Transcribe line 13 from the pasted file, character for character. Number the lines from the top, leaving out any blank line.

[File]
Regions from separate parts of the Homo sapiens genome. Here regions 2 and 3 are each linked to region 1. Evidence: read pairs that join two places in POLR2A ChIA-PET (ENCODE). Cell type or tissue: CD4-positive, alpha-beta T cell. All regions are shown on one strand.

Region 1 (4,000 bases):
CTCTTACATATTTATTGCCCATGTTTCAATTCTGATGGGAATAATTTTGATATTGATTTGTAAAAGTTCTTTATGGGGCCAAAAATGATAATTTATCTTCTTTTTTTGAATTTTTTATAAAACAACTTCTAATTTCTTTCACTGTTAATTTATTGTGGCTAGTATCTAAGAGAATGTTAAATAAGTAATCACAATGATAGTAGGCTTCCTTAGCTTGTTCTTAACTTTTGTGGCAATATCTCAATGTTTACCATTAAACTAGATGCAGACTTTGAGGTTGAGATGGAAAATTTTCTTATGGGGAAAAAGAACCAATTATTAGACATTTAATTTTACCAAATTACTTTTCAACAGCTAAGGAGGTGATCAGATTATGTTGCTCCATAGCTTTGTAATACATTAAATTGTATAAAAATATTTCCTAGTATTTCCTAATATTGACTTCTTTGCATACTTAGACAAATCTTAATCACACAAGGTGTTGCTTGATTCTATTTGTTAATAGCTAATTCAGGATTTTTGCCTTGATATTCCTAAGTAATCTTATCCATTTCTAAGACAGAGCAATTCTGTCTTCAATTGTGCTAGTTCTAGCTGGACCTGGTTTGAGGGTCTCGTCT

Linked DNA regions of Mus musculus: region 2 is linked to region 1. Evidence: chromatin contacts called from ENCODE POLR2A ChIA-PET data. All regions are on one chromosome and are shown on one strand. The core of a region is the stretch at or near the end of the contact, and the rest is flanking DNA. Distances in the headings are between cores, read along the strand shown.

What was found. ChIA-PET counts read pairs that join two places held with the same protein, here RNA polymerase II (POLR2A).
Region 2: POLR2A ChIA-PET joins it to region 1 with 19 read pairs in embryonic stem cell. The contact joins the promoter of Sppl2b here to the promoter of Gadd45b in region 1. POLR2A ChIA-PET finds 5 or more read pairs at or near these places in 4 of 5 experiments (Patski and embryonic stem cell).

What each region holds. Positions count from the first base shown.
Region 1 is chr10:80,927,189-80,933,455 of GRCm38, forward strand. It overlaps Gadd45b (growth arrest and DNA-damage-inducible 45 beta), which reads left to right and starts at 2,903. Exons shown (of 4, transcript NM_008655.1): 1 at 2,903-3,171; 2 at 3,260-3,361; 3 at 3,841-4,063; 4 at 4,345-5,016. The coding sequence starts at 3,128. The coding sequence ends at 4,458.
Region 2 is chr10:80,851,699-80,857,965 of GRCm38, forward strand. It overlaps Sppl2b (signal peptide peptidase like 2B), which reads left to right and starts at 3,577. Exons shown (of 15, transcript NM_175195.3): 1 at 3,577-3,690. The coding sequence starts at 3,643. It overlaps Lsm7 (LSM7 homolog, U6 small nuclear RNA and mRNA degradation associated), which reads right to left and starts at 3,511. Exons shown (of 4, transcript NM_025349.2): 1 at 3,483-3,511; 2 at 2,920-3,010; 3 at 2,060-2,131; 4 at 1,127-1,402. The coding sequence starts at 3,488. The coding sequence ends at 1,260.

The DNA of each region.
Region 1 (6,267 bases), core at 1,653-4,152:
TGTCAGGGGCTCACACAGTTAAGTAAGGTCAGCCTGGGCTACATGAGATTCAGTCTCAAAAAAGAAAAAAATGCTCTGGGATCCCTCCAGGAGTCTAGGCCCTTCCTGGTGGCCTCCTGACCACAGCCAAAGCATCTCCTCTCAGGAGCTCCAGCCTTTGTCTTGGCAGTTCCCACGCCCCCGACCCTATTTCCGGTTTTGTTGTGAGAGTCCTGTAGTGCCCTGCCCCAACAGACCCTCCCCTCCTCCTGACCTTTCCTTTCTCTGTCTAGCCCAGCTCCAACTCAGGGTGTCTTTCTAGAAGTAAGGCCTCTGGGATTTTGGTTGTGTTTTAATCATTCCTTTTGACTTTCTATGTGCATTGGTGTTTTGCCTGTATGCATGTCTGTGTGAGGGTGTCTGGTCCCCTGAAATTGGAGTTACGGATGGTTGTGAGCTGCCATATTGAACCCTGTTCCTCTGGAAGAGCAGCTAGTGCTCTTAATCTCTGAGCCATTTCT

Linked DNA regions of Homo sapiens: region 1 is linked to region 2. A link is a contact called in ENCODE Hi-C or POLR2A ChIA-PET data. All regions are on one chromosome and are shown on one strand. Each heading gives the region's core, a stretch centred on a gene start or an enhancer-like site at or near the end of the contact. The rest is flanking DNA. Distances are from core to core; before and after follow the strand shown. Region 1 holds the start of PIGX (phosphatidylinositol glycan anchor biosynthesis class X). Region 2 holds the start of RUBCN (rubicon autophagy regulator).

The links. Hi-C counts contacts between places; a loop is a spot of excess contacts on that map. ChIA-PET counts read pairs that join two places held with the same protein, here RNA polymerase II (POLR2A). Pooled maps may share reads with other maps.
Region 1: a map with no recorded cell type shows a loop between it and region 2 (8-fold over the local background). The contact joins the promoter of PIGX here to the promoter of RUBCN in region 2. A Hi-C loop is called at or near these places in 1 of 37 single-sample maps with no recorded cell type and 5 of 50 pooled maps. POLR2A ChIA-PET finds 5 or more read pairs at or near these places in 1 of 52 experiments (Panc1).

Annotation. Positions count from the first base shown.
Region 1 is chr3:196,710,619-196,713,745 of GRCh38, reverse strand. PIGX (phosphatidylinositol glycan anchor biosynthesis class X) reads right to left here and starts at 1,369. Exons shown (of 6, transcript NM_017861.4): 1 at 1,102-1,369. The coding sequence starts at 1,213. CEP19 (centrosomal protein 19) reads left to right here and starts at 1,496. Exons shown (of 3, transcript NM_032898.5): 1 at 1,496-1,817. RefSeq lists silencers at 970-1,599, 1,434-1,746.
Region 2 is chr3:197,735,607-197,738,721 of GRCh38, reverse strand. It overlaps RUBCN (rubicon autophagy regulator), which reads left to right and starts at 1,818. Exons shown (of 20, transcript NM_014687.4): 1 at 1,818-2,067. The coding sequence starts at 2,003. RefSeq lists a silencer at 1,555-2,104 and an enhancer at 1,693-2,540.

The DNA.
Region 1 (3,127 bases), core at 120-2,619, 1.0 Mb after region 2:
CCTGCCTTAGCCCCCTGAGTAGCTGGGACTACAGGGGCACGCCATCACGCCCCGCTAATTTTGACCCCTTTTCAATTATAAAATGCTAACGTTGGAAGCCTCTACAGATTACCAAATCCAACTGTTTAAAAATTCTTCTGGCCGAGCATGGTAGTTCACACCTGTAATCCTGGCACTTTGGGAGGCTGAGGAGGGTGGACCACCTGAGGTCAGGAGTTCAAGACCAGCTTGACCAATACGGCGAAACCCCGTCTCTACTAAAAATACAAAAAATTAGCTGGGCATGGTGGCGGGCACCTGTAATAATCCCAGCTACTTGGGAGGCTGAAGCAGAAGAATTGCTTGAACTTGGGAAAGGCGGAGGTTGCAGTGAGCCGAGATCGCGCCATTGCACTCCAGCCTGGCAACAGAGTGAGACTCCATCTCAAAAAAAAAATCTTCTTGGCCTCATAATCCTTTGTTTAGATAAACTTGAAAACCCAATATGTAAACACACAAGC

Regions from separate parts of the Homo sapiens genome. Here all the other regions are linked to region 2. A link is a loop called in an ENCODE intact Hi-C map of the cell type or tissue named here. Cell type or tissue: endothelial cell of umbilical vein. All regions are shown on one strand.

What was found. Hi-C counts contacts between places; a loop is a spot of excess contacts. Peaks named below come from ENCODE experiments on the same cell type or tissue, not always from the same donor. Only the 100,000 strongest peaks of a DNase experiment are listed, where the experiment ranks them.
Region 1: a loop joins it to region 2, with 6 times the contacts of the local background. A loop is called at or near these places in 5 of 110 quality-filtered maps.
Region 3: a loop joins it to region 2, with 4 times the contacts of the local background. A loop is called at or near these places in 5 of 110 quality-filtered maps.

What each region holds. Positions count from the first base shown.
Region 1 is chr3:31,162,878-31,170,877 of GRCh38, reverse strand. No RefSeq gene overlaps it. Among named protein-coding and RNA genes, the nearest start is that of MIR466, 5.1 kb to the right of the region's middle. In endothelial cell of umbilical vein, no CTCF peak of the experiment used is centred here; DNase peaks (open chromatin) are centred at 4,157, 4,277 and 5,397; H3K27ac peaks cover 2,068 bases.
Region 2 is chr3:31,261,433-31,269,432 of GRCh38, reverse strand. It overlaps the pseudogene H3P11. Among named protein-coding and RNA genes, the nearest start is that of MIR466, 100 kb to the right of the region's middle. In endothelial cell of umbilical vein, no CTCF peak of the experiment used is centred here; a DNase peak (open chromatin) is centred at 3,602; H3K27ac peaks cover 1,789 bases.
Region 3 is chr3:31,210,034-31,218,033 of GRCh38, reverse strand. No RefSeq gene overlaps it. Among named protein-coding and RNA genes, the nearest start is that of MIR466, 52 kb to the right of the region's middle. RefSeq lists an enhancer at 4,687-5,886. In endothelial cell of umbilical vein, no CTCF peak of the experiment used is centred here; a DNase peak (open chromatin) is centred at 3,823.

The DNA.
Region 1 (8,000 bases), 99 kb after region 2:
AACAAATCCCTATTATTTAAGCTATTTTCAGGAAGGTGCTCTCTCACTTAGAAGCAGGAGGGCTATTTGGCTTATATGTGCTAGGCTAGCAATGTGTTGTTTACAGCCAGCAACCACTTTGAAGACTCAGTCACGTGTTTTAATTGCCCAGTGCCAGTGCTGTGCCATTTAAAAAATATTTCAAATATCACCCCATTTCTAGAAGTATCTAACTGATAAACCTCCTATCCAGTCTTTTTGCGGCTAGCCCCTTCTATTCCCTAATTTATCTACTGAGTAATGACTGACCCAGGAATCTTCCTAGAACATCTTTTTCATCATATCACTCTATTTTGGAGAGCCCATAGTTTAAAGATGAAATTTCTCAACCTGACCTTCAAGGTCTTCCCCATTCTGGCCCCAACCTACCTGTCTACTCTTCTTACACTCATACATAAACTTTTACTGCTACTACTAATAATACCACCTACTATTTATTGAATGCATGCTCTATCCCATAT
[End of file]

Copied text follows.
Linked DNA regions of Homo sapiens: region 1 is linked to region 2. A link is a contact called in ENCODE Hi-C or POLR2A ChIA-PET data. All regions are on one chromosome and are shown on one strand. Each heading gives the region's core, a stretch centred on a gene start or an enhancer-like site at or near the end of the contact. The rest is flanking DNA. Distances are from core to core; before and after follow the strand shown. Region 1 holds the start of PIGX (phosphatidylinositol glycan anchor biosynthesis class X). Region 2 holds the start of RUBCN (rubicon autophagy regulator).